On the evening 15 April 2019, France and the world watched transfixed in horror as flames ravaged the Notre Dame cathedral in Paris, fearful that the heritage landmark could be lost forever. Nearly two years on, what’s happening?
While the spire collapsed and much of the roof was destroyed, the efforts of firefighters ensured the great medieval monument survived. Alas the road to restoration has been long and arduous and it is only expected to be returned to its former glory by April 2024, five years after the fire.
The cause of the blaze remains uncertain, although investigators are so far rejecting any idea of foul play and focusing on a short-circuit or even a dropped cigarette as possible explanations.
With at least two TV dramas and one feature film in the pipeline about the events of 15 April, the drama and the race to save the 850-year-old building looks set to be further graven in the public’s memory.
It was President Emmanuel Macron who set the five-year restoration target in the immediate aftermath of the fire, meaning the cathedral would be open again when Paris hosts the 2024 summer Olympics.
Jean-Louis Georgelin, the straight-talking former general handpicked by Macron to lead the restoration efforts, said last month:
We are on course to return the cathedral for worship in 2024. But there is still a lot of work.
The actual restoration work has noy yet begn. Instead the time has been spent on securing the building, including the painstaking task of removing 40,000 pieces of scaffolding calcified in the fire. This should be finished in the summer, allowing the full restoration works to begin early next year.
The aim is to celebrate the first full service in the restored cathedral on 15 April 2024, despite delays caused by the pandemic and the lead that filtered out during the blaze.
The project is aided by some Euros 833 million donated in a national and international campaign launched immediately after the fire, although this alone may not be enough to push the restoration over the finishing line. Of that Euros 70 million came from abroad, half of that sum from the United States.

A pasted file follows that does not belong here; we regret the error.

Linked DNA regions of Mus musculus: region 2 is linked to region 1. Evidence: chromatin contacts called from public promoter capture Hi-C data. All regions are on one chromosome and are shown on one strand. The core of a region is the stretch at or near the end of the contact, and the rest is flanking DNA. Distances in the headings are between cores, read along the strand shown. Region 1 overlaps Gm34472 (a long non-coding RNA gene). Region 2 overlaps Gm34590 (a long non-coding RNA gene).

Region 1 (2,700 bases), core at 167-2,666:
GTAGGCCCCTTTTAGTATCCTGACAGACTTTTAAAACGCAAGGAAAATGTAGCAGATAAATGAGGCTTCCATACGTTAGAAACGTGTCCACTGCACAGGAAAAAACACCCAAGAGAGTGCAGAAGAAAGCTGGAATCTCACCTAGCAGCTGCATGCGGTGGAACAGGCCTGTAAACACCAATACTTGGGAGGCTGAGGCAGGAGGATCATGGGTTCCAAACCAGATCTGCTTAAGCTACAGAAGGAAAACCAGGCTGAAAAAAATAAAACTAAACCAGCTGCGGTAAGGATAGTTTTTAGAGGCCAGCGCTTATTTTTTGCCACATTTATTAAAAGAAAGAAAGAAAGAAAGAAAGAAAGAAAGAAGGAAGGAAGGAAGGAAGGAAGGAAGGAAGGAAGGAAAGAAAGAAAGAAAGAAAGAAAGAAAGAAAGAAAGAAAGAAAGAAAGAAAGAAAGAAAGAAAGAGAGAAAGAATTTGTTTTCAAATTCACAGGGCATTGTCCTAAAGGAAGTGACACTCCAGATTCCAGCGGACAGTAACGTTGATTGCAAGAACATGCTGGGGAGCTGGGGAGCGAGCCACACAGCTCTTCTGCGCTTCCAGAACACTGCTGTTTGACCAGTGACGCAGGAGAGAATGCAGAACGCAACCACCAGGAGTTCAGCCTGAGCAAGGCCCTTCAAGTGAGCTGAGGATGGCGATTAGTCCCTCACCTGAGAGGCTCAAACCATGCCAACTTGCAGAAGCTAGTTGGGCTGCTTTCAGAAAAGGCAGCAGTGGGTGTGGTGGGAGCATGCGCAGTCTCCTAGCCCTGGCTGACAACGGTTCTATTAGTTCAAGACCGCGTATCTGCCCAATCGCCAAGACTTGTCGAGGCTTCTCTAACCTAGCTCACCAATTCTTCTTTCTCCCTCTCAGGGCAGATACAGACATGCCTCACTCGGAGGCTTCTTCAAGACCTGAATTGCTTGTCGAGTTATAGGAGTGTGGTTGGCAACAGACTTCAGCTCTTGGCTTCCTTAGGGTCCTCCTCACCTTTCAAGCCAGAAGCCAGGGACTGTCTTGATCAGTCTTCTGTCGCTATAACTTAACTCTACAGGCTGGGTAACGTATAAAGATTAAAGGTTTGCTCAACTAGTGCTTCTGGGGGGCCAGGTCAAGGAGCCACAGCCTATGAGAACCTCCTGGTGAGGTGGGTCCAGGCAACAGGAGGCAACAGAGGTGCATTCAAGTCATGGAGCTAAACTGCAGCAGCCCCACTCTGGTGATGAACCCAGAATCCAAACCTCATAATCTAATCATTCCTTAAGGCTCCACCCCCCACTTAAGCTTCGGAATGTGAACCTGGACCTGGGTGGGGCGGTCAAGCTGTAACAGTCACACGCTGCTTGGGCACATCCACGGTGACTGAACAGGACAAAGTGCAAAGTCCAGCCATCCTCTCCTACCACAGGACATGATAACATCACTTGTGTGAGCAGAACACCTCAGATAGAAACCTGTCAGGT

Already, some 1,000 specially-selected oak trees are drying out in readiness to reconstruct the spire — which Macron had been tempted to replace with something modern but will now be rebuilt as it was — and the crossing of the transept.
The interior of the cathedral is today marked by a web of scaffolding, surrounded by nets and tarpaulins, where carpenters, rope workers, scaffolders and crane operators scurry around.
Along with hundreds of experts seeking to secure and restore the cathedral, investigators have also been at work in the investigation to work out what caused the fire, sometimes using ropes to take samples high up in the building. This phase has now been completed and the long process of analysing all the evidence collected from the site will now begin.
Several shortcomings in the security of the cathedral have already been identified. Notably, in the alarm system and in the electrical system of one of the elevators.
Some one hundred witnesses were interviewed in the space of a two-month period alone. But while an accident remains the likely explanation, the sheer extent of the damage complicates drawing any conclusions.
But even as investigators try and piece together exactly what happened that fateful night, filmmakers are at work on dramatic reconstructions of the events. Streaming giant Netflix is preparing a six-episode miniseries produced in co-operation with the Parisian fire brigade which will look at the impact of the fire on different people across France. A rival English-language series is also expected based on a major investigation into the fire carried out by the New York Times.
And French director Jean-Jacques Annaud, who made “The Name of the Rose”, has also started work on a feature film, expected in 2022, about the disaster which will intersperse archive footage with drama. Here the main character is, of course, Notre Dame.